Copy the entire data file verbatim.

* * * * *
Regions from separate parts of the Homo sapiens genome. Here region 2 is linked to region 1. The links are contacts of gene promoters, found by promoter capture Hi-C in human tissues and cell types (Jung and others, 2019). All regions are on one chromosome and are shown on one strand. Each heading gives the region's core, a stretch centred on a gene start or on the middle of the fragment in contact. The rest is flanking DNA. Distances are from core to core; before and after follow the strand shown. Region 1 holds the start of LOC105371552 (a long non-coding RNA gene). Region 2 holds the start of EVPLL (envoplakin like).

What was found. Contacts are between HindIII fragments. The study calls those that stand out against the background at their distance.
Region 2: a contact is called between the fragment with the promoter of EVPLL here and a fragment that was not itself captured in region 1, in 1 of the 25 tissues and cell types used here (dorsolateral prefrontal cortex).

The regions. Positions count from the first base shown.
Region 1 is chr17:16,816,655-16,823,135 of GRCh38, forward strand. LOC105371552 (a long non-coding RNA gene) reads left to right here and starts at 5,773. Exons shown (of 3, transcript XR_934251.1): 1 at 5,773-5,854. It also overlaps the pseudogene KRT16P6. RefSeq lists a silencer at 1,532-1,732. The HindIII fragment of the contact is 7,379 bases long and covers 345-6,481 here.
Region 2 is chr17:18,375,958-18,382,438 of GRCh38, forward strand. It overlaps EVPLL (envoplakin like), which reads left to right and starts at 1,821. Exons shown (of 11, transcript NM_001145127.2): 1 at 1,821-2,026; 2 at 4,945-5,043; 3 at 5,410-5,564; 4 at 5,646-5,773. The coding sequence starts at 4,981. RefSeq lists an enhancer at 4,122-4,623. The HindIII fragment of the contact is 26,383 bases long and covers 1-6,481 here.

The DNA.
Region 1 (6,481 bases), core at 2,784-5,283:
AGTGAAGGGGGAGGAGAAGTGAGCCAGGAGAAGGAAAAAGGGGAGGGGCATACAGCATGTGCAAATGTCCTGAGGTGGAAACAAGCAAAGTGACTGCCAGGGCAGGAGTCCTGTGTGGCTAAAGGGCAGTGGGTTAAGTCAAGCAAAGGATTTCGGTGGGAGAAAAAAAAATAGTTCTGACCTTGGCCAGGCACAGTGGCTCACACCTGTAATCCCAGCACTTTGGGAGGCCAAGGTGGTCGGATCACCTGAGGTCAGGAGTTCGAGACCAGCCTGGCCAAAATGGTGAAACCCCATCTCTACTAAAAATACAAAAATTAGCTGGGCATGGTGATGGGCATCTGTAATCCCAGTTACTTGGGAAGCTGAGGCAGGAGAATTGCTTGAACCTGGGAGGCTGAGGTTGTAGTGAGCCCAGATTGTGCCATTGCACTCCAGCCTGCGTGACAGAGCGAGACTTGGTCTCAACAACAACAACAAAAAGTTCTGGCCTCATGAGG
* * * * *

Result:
Regions from separate parts of the Homo sapiens genome. Here region 2 is linked to region 1. The links are contacts of gene promoters, found by promoter capture Hi-C in human tissues and cell types (Jung and others, 2019). All regions are on one chromosome and are shown on one strand. Each heading gives the region's core, a stretch centred on a gene start or on the middle of the fragment in contact. The rest is flanking DNA. Distances are from core to core; before and after follow the strand shown. Region 1 holds the start of LOC105371552 (a long non-coding RNA gene). Region 2 holds the start of EVPLL (envoplakin like).

What was found. Contacts are between HindIII fragments. The study calls those that stand out against the background at their distance.
Region 2: a contact is called between the fragment with the promoter of EVPLL here and a fragment that was not itself captured in region 1, in 1 of the 25 tissues and cell types used here (dorsolateral prefrontal cortex).

The regions. Positions count from the first base shown.
Region 1 is chr17:16,816,655-16,823,135 of GRCh38, forward strand. LOC105371552 (a long non-coding RNA gene) reads left to right here and starts at 5,773. Exons shown (of 3, transcript XR_934251.1): 1 at 5,773-5,854. It also overlaps the pseudogene KRT16P6. RefSeq lists a silencer at 1,532-1,732. The HindIII fragment of the contact is 7,379 bases long and covers 345-6,481 here.
Region 2 is chr17:18,375,958-18,382,438 of GRCh38, forward strand. It overlaps EVPLL (envoplakin like), which reads left to right and starts at 1,821. Exons shown (of 11, transcript NM_001145127.2): 1 at 1,821-2,026; 2 at 4,945-5,043; 3 at 5,410-5,564; 4 at 5,646-5,773. The coding sequence starts at 4,981. RefSeq lists an enhancer at 4,122-4,623. The HindIII fragment of the contact is 26,383 bases long and covers 1-6,481 here.

The DNA.
Region 1 (6,481 bases), core at 2,784-5,283:
AGTGAAGGGGGAGGAGAAGTGAGCCAGGAGAAGGAAAAAGGGGAGGGGCATACAGCATGTGCAAATGTCCTGAGGTGGAAACAAGCAAAGTGACTGCCAGGGCAGGAGTCCTGTGTGGCTAAAGGGCAGTGGGTTAAGTCAAGCAAAGGATTTCGGTGGGAGAAAAAAAAATAGTTCTGACCTTGGCCAGGCACAGTGGCTCACACCTGTAATCCCAGCACTTTGGGAGGCCAAGGTGGTCGGATCACCTGAGGTCAGGAGTTCGAGACCAGCCTGGCCAAAATGGTGAAACCCCATCTCTACTAAAAATACAAAAATTAGCTGGGCATGGTGATGGGCATCTGTAATCCCAGTTACTTGGGAAGCTGAGGCAGGAGAATTGCTTGAACCTGGGAGGCTGAGGTTGTAGTGAGCCCAGATTGTGCCATTGCACTCCAGCCTGCGTGACAGAGCGAGACTTGGTCTCAACAACAACAACAAAAAGTTCTGGCCTCATGAGG